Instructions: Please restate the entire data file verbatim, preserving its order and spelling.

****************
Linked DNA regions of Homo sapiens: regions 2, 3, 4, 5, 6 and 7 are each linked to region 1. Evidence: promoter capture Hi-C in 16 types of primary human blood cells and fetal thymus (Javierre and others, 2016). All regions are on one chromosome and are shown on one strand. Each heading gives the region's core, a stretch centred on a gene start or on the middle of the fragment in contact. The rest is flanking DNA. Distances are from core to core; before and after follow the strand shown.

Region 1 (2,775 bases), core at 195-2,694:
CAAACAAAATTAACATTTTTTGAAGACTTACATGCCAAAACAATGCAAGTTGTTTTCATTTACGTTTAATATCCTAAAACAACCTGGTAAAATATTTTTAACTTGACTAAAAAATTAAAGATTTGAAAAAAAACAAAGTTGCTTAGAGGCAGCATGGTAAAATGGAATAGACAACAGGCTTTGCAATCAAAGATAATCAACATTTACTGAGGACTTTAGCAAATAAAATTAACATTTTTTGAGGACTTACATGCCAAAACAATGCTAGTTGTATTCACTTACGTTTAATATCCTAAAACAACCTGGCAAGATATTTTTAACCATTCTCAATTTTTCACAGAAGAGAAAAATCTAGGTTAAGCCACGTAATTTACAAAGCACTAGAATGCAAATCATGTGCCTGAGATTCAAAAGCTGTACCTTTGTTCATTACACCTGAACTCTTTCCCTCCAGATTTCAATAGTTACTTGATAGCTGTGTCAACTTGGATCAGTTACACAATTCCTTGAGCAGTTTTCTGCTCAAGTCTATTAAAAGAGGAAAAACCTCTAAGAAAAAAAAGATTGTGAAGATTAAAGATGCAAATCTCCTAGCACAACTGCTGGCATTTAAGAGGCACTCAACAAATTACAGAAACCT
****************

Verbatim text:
Linked DNA regions of Homo sapiens: regions 2, 3, 4, 5, 6 and 7 are each linked to region 1. Evidence: promoter capture Hi-C in 16 types of primary human blood cells and fetal thymus (Javierre and others, 2016). All regions are on one chromosome and are shown on one strand. Each heading gives the region's core, a stretch centred on a gene start or on the middle of the fragment in contact. The rest is flanking DNA. Distances are from core to core; before and after follow the strand shown.

Region 1 (2,775 bases), core at 195-2,694:
CAAACAAAATTAACATTTTTTGAAGACTTACATGCCAAAACAATGCAAGTTGTTTTCATTTACGTTTAATATCCTAAAACAACCTGGTAAAATATTTTTAACTTGACTAAAAAATTAAAGATTTGAAAAAAAACAAAGTTGCTTAGAGGCAGCATGGTAAAATGGAATAGACAACAGGCTTTGCAATCAAAGATAATCAACATTTACTGAGGACTTTAGCAAATAAAATTAACATTTTTTGAGGACTTACATGCCAAAACAATGCTAGTTGTATTCACTTACGTTTAATATCCTAAAACAACCTGGCAAGATATTTTTAACCATTCTCAATTTTTCACAGAAGAGAAAAATCTAGGTTAAGCCACGTAATTTACAAAGCACTAGAATGCAAATCATGTGCCTGAGATTCAAAAGCTGTACCTTTGTTCATTACACCTGAACTCTTTCCCTCCAGATTTCAATAGTTACTTGATAGCTGTGTCAACTTGGATCAGTTACACAATTCCTTGAGCAGTTTTCTGCTCAAGTCTATTAAAAGAGGAAAAACCTCTAAGAAAAAAAAGATTGTGAAGATTAAAGATGCAAATCTCCTAGCACAACTGCTGGCATTTAAGAGGCACTCAACAAATTACAGAAACCT